By Tim Causer, on 15 December 2011
Q: Can anyone really take part?
A: They can indeed. You do not need any specialist knowledge or training, technical expertise, or historical background: just some enthusiasm (and, perhaps, some patience). All you have to do is to create a volunteer account, in order to be granted editing privileges, a process which should only take a few seconds. An automated email will be sent to you containing a link, which you need to click to validate. You’re then ready to transcribe!
Q: I have registered, but can’t transcribe anything, or get a blank page when I click the ‘click here to edit’ button. What’s going on?
A: A number of volunteers have reported that they did not receive the validation email after registering. In most of these instances, the email is redirected to spam or junk mail folders (particularly by free email providers such as Hotmail, Yahoo, or GMail. Please check your spam folder for the validation email, and perhaps consider editing your spam filters to allow Transcribe Bentham emails to come through.
If your validation email has expired, simply log out of your account on the Transcription Desk, and return to the account creation page. Enter your username, and click ‘email new password’.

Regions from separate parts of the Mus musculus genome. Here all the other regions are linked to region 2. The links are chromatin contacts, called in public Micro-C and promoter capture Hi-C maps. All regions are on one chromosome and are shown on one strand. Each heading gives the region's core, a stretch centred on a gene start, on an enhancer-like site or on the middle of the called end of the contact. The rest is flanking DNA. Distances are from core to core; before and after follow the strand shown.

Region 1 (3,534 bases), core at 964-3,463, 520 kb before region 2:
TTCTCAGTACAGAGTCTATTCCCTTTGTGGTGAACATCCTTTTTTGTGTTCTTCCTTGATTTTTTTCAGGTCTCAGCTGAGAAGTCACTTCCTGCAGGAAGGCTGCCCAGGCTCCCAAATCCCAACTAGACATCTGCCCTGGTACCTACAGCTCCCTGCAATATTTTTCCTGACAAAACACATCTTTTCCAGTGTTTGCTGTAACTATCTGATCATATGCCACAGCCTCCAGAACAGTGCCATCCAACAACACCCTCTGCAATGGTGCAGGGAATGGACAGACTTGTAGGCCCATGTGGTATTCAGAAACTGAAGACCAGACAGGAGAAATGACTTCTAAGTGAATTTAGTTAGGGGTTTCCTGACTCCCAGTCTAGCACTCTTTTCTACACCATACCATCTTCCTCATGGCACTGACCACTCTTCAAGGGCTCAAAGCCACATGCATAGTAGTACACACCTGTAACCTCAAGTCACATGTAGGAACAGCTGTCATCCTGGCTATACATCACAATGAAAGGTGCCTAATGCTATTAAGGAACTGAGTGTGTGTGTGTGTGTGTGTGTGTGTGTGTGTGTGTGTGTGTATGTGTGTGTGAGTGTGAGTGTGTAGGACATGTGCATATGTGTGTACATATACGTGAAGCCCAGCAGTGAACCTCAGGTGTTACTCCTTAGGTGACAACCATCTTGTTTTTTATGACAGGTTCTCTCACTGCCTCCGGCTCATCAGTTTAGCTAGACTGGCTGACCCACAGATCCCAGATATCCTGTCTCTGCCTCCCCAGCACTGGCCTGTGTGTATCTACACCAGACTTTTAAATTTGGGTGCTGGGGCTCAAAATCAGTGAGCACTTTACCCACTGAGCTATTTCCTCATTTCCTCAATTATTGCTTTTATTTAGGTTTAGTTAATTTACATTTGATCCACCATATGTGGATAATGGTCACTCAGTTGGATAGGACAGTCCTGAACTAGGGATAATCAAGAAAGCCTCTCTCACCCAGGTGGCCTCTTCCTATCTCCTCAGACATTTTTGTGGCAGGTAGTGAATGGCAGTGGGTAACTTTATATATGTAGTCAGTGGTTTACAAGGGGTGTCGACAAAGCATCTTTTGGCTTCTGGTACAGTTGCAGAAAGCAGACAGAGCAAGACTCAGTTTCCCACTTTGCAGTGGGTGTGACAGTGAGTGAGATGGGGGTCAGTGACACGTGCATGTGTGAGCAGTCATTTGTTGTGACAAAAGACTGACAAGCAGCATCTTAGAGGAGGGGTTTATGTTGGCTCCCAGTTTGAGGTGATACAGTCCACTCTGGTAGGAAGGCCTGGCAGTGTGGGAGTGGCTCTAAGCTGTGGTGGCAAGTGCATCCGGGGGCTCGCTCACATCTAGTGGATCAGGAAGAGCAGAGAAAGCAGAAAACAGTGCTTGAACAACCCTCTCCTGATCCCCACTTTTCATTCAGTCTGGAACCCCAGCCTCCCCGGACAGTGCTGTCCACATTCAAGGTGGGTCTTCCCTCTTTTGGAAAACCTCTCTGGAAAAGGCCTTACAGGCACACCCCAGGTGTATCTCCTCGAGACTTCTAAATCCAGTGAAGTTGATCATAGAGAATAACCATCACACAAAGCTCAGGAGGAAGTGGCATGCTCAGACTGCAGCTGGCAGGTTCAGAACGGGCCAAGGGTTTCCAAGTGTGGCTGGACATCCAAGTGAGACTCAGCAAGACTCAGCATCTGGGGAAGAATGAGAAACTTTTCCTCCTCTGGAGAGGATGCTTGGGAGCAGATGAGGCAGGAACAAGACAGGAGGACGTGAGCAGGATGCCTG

Q: How do I get started with transcription?
A:We recommend that you consult our ‘Getting Started’ guidelines,which provide a summary of how the project works, how to transcribe and encode your work, and includes two short step-by-step instructional videos on embarking on your first transcript. There are also more detailed transcription instructions, which cover everything you might wish to know about transcribing and encoding (and a bit more besides).
Q: This text-encoding stuff looks a bit fiddly. Why do we do it?
We ask volunteers to encode their transcripts in Text Encoding Initiative (TEI)-compliant XML; TEI is a de-facto standard for encoding electronic texts.
This probably sounds more terrifying than it actually is, though! We are aware that the encoding can be off-putting for volunteers, and so have attempted to make the addition of mark-up as straightforward as possible by creating the ‘Transcription Toolbar’. Rather than having to type the tags yourself, simply clicking on a button will generate the required piece of mark-up. Further work is currently underway on making the transcription process more user-friendly, so please do bear with us.
By encoding your transcripts, you are helping to create a richer resource: researchers and students interested in Bentham’s writing process, his deletions and revisions, will be afforded the opportunity to pursue this, owing to your work. Encoded transcripts also allow for more powerful and refined searching: rather than search for every occurrence of ‘panopticon’, it will be possible to see where ‘panopticon’ occurs only when deleted, for example.